New Cookbooks Focus on Food With a Flair
BOSTON — Designer tableware, a restaurant with the lighting and style of a stage set, and linen napkins folded in the shape of exotic birds all point to the linked worlds of food and design. Starting with today's cookbook-design story, an occasional series, `A Taste for Design,' celebrates these intertwined disciplines.
DESIGNING a cookbook is a bit like putting dinner on the table. You have delicious food, but you need to present it in a way that's attractive and appealing without being overwhelming, overstyled, or confusing. In short, the package should be pretty, but also practical.
For a good example in cookbook design, look no further than the ``Country Garden Cookbook'' series (Collins Publishers, San Francisco, 1993, $19.95 each). The books' format is an inspiration to people who cook and garden and to those who fantasize about such a lifestyle - even if it is just on the weekends.
The series was launched a year ago and, so far, includes six seasonal releases: ``Lemons,'' ``Greens,'' ``Apples,'' ``Potatoes,'' ``Berries,'' and ``Tomatoes.'' Coming this fall are ``Pears,'' and ``Squash''; four others will follow.
Jennifer Barry, vice president and publisher of Collins, won the Literary Marketplace Award for Individual Achievement in Book Design for the series, which was cited for its ``excellence and innovation.''
Ms. Barry conceived, directed, and designed the series. But she didn't start out by asking ``What would people like in a cookbook?'' Her thought process was more, well, organic. She asked herself: ``What would I like in a cookbook?'' It seemed only natural, since her personal passions are gardening, food, and design.
``A lot of designers are closet chefs, and they love to cook,'' says Barry, reached by phone. ``Cooking is another way they express their creativity; creating wonderful dishes and working with food is very much like a design process - without the pressure of performing for a client.
``In addition to cooking, one of the things that really inspires me is just looking at food. I'm a great lover of farmers' markets. If you don't grow food yourself, they're the next best thing.''
The photos in the books - taken at farms and gardens in Northern California by Kathryn Kleinman and Deborah Jones - include painterly still lifes (such as the covers) and prepared dishes al fresco. Coming off the cream-colored pages, framed with white borders, they are inviting, not slick. So the focus is on food, not on frou-frou place settings.
``So many cookbooks in the past decade have been much more stylized and lit. These are very special because they use all-natural light and existing places,'' explains Kathryn Kleinman, who photographed ``Lemons,'' ``Apples,'' and ``Berries.'' ``In the '90s, more and more people are interested in home and garden,'' she observes.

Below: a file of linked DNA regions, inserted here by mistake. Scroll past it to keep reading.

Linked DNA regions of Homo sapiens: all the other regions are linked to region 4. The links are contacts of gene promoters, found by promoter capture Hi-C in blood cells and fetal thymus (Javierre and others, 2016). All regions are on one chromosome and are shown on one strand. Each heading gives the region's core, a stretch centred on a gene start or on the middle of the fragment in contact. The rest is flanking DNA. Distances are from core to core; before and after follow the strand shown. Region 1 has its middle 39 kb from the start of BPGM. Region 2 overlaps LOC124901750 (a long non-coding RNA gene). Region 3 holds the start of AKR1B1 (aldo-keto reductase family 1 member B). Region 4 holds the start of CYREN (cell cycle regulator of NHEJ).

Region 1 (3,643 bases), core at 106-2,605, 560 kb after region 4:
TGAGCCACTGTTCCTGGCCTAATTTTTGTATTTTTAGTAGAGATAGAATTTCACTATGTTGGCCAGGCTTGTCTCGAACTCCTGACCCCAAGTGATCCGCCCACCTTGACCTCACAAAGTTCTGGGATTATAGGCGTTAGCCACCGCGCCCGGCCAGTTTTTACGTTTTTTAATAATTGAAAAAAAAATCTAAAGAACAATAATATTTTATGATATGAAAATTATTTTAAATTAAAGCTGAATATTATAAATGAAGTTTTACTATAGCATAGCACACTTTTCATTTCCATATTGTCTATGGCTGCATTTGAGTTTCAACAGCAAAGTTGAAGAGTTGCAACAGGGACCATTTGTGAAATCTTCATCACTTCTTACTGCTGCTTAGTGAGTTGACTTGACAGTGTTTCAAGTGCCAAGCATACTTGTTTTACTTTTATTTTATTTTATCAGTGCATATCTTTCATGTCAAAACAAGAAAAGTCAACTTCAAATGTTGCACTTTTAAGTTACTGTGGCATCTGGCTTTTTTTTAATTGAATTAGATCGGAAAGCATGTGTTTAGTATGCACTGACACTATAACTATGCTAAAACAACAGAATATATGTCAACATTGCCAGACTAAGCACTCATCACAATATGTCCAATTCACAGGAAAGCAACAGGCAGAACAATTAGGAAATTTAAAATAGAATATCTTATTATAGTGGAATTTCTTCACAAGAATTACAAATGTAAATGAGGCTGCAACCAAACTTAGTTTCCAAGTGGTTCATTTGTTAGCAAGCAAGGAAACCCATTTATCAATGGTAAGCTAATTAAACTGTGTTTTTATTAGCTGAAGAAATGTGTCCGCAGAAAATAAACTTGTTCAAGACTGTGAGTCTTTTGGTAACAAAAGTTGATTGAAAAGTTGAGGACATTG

As a visual artist, Ms. Kleinman says her goal is to have people see food the way she sees food. ``It's so beautiful; it's like flowers in its natural state - the colors are beautiful.... Every day, people take food for granted. I wanted people to stop and not take it for granted.''
Barry adds that there was a deliberate balancing act of showing produce in its raw state (still lifes) and showing it in prepared dishes.
THE recipes, about 50 to a book, tend to be short and simple, only one to a page. Some are ``greatest hits,'' such as American Apple Pie, while others are cutting-edge and Californian. Here's a sampling: Garden Lettuces with Fuyu Persimmons and Figs, Pan-Seared Salmon with Lemon Cilantro Pesto, Oven-Roasted Ratatouille, Saffron Mashed Potatoes with Grilled Fish and Tomato-Fennel Sauce, Risotto with Apples, Chocolate Truffle Pie with Raspberry Sauce and Fresh Raspberries. The authors are established food writers, chefs, and book authors. In addition, the books offer tips on growing, selecting, storing, and freezing fruits or vegetables with photographs illustrating different varieties.
`The real objective that we all had as a team - consciously and sometimes subconsciously- was to make these books accessible for anybody,'' Barry says. ``This is something you could do in your own kitchen, whether your [produce] came from the grocery store or your garden,''
The series has really been a ``labor of love,'' Barry says. ``It's an example of how the spirit in which you do something comes through in your work.''